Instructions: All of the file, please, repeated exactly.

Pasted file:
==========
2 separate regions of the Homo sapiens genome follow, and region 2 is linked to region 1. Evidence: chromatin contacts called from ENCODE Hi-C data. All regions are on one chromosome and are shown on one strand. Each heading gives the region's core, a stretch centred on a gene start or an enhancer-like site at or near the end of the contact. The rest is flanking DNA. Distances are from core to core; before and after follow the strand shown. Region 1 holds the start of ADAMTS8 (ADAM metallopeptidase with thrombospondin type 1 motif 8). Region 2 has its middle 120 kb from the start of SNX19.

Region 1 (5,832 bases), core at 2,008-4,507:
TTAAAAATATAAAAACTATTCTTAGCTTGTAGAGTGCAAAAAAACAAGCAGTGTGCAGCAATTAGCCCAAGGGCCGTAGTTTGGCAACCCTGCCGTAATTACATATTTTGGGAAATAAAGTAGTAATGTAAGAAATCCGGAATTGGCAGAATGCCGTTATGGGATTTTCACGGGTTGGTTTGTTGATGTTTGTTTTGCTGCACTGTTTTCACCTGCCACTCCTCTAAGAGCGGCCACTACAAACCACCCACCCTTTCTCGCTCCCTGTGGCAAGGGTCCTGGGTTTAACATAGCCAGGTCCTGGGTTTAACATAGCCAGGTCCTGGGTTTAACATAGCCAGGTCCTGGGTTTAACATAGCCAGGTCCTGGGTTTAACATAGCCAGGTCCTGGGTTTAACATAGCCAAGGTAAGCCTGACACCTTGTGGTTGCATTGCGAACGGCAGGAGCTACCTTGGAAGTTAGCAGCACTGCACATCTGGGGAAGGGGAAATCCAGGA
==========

2 separate regions of the Homo sapiens genome follow, and region 2 is linked to region 1. Evidence: chromatin contacts called from ENCODE Hi-C data. All regions are on one chromosome and are shown on one strand. Each heading gives the region's core, a stretch centred on a gene start or an enhancer-like site at or near the end of the contact. The rest is flanking DNA. Distances are from core to core; before and after follow the strand shown. Region 1 holds the start of ADAMTS8 (ADAM metallopeptidase with thrombospondin type 1 motif 8). Region 2 has its middle 120 kb from the start of SNX19.

Region 1 (5,832 bases), core at 2,008-4,507:
TTAAAAATATAAAAACTATTCTTAGCTTGTAGAGTGCAAAAAAACAAGCAGTGTGCAGCAATTAGCCCAAGGGCCGTAGTTTGGCAACCCTGCCGTAATTACATATTTTGGGAAATAAAGTAGTAATGTAAGAAATCCGGAATTGGCAGAATGCCGTTATGGGATTTTCACGGGTTGGTTTGTTGATGTTTGTTTTGCTGCACTGTTTTCACCTGCCACTCCTCTAAGAGCGGCCACTACAAACCACCCACCCTTTCTCGCTCCCTGTGGCAAGGGTCCTGGGTTTAACATAGCCAGGTCCTGGGTTTAACATAGCCAGGTCCTGGGTTTAACATAGCCAGGTCCTGGGTTTAACATAGCCAGGTCCTGGGTTTAACATAGCCAGGTCCTGGGTTTAACATAGCCAAGGTAAGCCTGACACCTTGTGGTTGCATTGCGAACGGCAGGAGCTACCTTGGAAGTTAGCAGCACTGCACATCTGGGGAAGGGGAAATCCAGGA